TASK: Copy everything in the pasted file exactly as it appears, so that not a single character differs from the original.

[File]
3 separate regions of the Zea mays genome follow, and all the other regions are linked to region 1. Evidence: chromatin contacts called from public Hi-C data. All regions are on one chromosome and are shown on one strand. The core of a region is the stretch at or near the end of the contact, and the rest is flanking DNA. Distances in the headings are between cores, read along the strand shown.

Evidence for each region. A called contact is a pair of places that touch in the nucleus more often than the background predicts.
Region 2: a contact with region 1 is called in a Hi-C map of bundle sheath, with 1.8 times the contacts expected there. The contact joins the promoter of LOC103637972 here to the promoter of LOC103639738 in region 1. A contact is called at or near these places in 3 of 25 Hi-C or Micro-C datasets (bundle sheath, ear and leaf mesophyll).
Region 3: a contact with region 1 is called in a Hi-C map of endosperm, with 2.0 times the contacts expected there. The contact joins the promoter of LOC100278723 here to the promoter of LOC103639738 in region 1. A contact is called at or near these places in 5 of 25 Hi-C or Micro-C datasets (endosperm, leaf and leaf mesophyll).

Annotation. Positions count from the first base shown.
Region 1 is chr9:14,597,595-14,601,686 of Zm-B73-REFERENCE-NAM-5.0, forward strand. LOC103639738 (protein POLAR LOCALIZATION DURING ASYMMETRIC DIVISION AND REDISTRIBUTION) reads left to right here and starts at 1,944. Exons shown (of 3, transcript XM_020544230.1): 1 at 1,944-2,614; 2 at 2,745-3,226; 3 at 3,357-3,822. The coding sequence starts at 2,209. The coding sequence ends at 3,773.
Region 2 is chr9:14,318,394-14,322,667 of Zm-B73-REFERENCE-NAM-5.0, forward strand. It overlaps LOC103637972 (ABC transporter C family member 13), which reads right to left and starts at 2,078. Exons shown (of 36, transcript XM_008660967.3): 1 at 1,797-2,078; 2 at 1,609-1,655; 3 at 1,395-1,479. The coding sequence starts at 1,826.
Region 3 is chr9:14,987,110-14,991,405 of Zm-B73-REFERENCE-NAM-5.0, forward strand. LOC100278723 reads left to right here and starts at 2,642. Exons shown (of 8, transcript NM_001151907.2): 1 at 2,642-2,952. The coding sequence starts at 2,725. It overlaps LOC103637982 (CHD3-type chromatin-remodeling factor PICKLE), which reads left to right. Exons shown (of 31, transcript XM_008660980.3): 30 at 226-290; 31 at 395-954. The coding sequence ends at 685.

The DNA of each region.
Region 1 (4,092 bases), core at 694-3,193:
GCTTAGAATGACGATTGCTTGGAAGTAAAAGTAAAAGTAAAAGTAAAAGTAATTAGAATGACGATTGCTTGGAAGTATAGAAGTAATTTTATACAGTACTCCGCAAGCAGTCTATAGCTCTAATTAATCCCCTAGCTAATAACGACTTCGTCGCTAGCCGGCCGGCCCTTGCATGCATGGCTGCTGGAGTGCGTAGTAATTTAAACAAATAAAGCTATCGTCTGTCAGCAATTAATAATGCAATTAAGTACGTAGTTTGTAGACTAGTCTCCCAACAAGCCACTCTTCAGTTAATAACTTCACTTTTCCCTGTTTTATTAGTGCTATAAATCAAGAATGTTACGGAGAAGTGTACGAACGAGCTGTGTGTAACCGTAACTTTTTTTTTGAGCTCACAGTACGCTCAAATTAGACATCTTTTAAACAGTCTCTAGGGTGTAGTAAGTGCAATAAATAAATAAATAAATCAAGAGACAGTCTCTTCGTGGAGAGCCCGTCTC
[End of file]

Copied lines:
3 separate regions of the Zea mays genome follow, and all the other regions are linked to region 1. Evidence: chromatin contacts called from public Hi-C data. All regions are on one chromosome and are shown on one strand. The core of a region is the stretch at or near the end of the contact, and the rest is flanking DNA. Distances in the headings are between cores, read along the strand shown.

Evidence for each region. A called contact is a pair of places that touch in the nucleus more often than the background predicts.
Region 2: a contact with region 1 is called in a Hi-C map of bundle sheath, with 1.8 times the contacts expected there. The contact joins the promoter of LOC103637972 here to the promoter of LOC103639738 in region 1. A contact is called at or near these places in 3 of 25 Hi-C or Micro-C datasets (bundle sheath, ear and leaf mesophyll).
Region 3: a contact with region 1 is called in a Hi-C map of endosperm, with 2.0 times the contacts expected there. The contact joins the promoter of LOC100278723 here to the promoter of LOC103639738 in region 1. A contact is called at or near these places in 5 of 25 Hi-C or Micro-C datasets (endosperm, leaf and leaf mesophyll).

Annotation. Positions count from the first base shown.
Region 1 is chr9:14,597,595-14,601,686 of Zm-B73-REFERENCE-NAM-5.0, forward strand. LOC103639738 (protein POLAR LOCALIZATION DURING ASYMMETRIC DIVISION AND REDISTRIBUTION) reads left to right here and starts at 1,944. Exons shown (of 3, transcript XM_020544230.1): 1 at 1,944-2,614; 2 at 2,745-3,226; 3 at 3,357-3,822. The coding sequence starts at 2,209. The coding sequence ends at 3,773.
Region 2 is chr9:14,318,394-14,322,667 of Zm-B73-REFERENCE-NAM-5.0, forward strand. It overlaps LOC103637972 (ABC transporter C family member 13), which reads right to left and starts at 2,078. Exons shown (of 36, transcript XM_008660967.3): 1 at 1,797-2,078; 2 at 1,609-1,655; 3 at 1,395-1,479. The coding sequence starts at 1,826.
Region 3 is chr9:14,987,110-14,991,405 of Zm-B73-REFERENCE-NAM-5.0, forward strand. LOC100278723 reads left to right here and starts at 2,642. Exons shown (of 8, transcript NM_001151907.2): 1 at 2,642-2,952. The coding sequence starts at 2,725. It overlaps LOC103637982 (CHD3-type chromatin-remodeling factor PICKLE), which reads left to right. Exons shown (of 31, transcript XM_008660980.3): 30 at 226-290; 31 at 395-954. The coding sequence ends at 685.

The DNA of each region.
Region 1 (4,092 bases), core at 694-3,193:
GCTTAGAATGACGATTGCTTGGAAGTAAAAGTAAAAGTAAAAGTAAAAGTAATTAGAATGACGATTGCTTGGAAGTATAGAAGTAATTTTATACAGTACTCCGCAAGCAGTCTATAGCTCTAATTAATCCCCTAGCTAATAACGACTTCGTCGCTAGCCGGCCGGCCCTTGCATGCATGGCTGCTGGAGTGCGTAGTAATTTAAACAAATAAAGCTATCGTCTGTCAGCAATTAATAATGCAATTAAGTACGTAGTTTGTAGACTAGTCTCCCAACAAGCCACTCTTCAGTTAATAACTTCACTTTTCCCTGTTTTATTAGTGCTATAAATCAAGAATGTTACGGAGAAGTGTACGAACGAGCTGTGTGTAACCGTAACTTTTTTTTTGAGCTCACAGTACGCTCAAATTAGACATCTTTTAAACAGTCTCTAGGGTGTAGTAAGTGCAATAAATAAATAAATAAATCAAGAGACAGTCTCTTCGTGGAGAGCCCGTCTC